[Tutor] use of __new__

Steven D'Aprano steve at pearwood.info
Fri Mar 12 02:17:06 CET 2010

On Fri, 12 Mar 2010 11:26:19 am Alan Gauld wrote:
> "spir" <denis.spir at gmail.com> wrote
> > The issue is the object (self) is then a unicode one instead of my
> > own type.
> I think you need to modify self in __new__

The method signature for __new__ is usually written as:

    def __new__(cls, args):

because when __new__ is called, no instance yet exists. __new__ is the 
constructor method which creates an instance, so it gets the class as 
the first instance.

__new__ can then do one of two things:

(1) return a new instance of your class; or

(2) return something else.

If it returns an instance of your class, Python then automatically calls 
the initializer __init__ with that instance as an argument (plus any 
other arguments passed to __new__).

>>> class MyClass(object):
...     def __new__(cls):
...             print "Calling __new__ on object %s" % cls
...             return super(MyClass, cls).__new__(cls)
...     def __init__(self):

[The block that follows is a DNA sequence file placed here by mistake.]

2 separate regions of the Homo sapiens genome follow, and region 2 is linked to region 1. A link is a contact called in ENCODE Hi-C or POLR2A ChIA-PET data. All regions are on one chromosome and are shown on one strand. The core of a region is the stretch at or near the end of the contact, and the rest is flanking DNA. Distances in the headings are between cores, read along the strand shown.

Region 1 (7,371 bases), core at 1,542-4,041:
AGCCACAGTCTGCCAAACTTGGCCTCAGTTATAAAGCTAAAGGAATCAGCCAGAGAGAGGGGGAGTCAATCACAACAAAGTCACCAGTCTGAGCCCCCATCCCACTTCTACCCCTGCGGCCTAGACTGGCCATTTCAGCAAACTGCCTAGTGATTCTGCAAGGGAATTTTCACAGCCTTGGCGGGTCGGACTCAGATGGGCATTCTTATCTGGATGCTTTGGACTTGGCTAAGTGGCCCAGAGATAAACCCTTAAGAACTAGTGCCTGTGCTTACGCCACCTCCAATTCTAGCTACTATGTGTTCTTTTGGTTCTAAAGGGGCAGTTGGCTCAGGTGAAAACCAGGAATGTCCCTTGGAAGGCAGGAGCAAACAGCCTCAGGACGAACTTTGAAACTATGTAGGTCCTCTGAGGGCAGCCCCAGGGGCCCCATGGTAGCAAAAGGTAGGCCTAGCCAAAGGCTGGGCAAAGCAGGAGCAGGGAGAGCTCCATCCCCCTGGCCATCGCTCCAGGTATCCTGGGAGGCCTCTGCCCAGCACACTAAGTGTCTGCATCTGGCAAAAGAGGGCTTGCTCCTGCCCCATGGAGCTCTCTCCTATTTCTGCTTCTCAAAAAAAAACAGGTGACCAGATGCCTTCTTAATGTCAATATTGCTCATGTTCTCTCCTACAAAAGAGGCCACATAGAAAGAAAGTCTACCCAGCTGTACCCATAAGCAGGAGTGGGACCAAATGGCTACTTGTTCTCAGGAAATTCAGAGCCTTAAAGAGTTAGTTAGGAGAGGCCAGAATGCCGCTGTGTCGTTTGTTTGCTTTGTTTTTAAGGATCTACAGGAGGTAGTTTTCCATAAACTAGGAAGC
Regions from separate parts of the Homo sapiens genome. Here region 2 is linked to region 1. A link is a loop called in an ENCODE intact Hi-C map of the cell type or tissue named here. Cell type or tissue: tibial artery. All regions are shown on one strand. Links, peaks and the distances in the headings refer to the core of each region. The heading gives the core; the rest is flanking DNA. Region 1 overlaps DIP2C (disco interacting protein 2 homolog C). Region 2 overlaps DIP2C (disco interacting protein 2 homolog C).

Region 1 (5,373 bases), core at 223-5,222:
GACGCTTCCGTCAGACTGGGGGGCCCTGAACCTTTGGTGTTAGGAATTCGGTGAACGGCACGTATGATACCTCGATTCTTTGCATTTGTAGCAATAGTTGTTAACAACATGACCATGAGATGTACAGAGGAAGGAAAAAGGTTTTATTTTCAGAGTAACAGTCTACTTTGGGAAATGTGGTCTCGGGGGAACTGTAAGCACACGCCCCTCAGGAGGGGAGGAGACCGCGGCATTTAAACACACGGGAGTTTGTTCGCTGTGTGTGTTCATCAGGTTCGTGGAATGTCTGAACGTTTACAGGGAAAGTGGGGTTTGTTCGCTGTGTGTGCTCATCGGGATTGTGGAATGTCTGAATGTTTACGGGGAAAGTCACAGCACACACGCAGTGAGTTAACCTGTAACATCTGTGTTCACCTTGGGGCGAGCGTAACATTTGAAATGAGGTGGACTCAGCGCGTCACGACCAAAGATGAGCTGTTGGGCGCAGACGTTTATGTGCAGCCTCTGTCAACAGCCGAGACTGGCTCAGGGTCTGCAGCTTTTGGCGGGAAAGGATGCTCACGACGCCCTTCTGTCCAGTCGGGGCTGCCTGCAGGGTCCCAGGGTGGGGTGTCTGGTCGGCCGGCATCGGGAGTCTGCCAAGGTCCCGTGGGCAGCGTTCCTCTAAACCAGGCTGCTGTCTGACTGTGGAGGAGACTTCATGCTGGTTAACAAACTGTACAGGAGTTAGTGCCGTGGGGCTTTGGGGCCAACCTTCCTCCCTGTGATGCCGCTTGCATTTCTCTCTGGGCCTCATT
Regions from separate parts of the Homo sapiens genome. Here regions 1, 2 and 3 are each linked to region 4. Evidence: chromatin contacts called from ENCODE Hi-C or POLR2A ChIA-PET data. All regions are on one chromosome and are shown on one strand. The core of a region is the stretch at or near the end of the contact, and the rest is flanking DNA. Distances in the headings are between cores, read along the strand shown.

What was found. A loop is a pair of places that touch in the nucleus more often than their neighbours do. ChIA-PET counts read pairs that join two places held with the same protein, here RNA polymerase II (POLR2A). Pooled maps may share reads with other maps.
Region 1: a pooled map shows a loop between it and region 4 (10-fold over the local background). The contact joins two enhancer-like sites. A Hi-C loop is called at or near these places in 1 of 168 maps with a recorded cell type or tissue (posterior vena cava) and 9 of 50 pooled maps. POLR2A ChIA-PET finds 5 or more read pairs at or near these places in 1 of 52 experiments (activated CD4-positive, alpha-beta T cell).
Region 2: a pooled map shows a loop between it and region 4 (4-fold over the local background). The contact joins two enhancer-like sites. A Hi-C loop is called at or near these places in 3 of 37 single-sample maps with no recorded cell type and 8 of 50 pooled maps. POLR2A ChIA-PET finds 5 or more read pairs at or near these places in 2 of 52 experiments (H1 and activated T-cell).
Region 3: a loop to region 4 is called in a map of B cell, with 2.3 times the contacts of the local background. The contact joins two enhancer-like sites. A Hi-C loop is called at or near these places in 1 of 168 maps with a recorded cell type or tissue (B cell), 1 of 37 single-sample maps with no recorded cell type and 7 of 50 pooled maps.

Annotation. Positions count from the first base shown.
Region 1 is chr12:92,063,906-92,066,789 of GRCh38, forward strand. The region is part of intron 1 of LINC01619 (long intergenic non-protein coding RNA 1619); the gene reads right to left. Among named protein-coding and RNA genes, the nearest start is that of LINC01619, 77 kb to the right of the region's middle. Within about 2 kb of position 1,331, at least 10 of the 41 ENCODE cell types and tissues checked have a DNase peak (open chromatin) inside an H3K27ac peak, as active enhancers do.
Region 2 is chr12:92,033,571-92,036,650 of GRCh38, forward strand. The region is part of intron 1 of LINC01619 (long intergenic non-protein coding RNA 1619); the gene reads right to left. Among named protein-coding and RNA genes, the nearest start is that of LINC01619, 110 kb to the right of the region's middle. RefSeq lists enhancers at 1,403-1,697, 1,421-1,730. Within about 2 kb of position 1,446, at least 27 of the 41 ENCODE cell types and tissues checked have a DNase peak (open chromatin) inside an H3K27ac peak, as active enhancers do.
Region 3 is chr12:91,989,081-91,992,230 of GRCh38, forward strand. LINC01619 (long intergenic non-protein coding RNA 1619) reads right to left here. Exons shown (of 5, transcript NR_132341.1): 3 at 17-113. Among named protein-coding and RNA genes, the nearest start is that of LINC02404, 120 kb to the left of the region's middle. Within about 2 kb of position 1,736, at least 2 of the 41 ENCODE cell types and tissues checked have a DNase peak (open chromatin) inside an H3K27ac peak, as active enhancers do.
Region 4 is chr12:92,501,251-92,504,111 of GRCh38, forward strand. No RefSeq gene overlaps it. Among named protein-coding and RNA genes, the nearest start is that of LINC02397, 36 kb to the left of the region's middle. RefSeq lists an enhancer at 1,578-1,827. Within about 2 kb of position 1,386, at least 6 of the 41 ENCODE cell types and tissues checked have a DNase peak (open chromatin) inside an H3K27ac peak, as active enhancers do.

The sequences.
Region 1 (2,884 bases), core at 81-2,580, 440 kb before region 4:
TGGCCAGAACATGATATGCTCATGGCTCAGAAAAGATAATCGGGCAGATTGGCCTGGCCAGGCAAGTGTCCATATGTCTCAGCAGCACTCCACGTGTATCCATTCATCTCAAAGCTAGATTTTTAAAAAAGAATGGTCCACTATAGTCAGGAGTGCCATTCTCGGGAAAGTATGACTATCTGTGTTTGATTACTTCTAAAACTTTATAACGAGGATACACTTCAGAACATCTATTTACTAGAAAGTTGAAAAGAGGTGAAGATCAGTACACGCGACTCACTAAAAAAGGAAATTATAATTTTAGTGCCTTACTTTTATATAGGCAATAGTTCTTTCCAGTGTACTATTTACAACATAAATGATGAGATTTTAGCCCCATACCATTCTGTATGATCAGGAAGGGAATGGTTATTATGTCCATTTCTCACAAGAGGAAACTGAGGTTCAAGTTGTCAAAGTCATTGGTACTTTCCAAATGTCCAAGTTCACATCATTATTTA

...             print "Calling __init__ on object %s" % self
>>> o = MyClass()
Calling __new__ on object <class '__main__.MyClass'>
Calling __init__ on object <__main__.MyClass object at 0xb7c6f44c>
>>> o
<__main__.MyClass object at 0xb7c6f44c>

For mutable types, you can modify self inside __init__, but that doesn't 
work for immutable objects like unicode, str, int, etc. For them, you 
have to do any changes inside __new__ BEFORE creating the instance.

In the second case, where __new__ returns something else, __init__ is 
never called:

>>> class AnotherClass(MyClass):
...     def __new__(cls):
...             ignore = super(AnotherClass, cls).__new__(cls)
...             return 42
>>> o = AnotherClass()
Calling __new__ on object <class '__main__.AnotherClass'>
>>> o

Steven D'Aprano

More information about the Tutor mailing list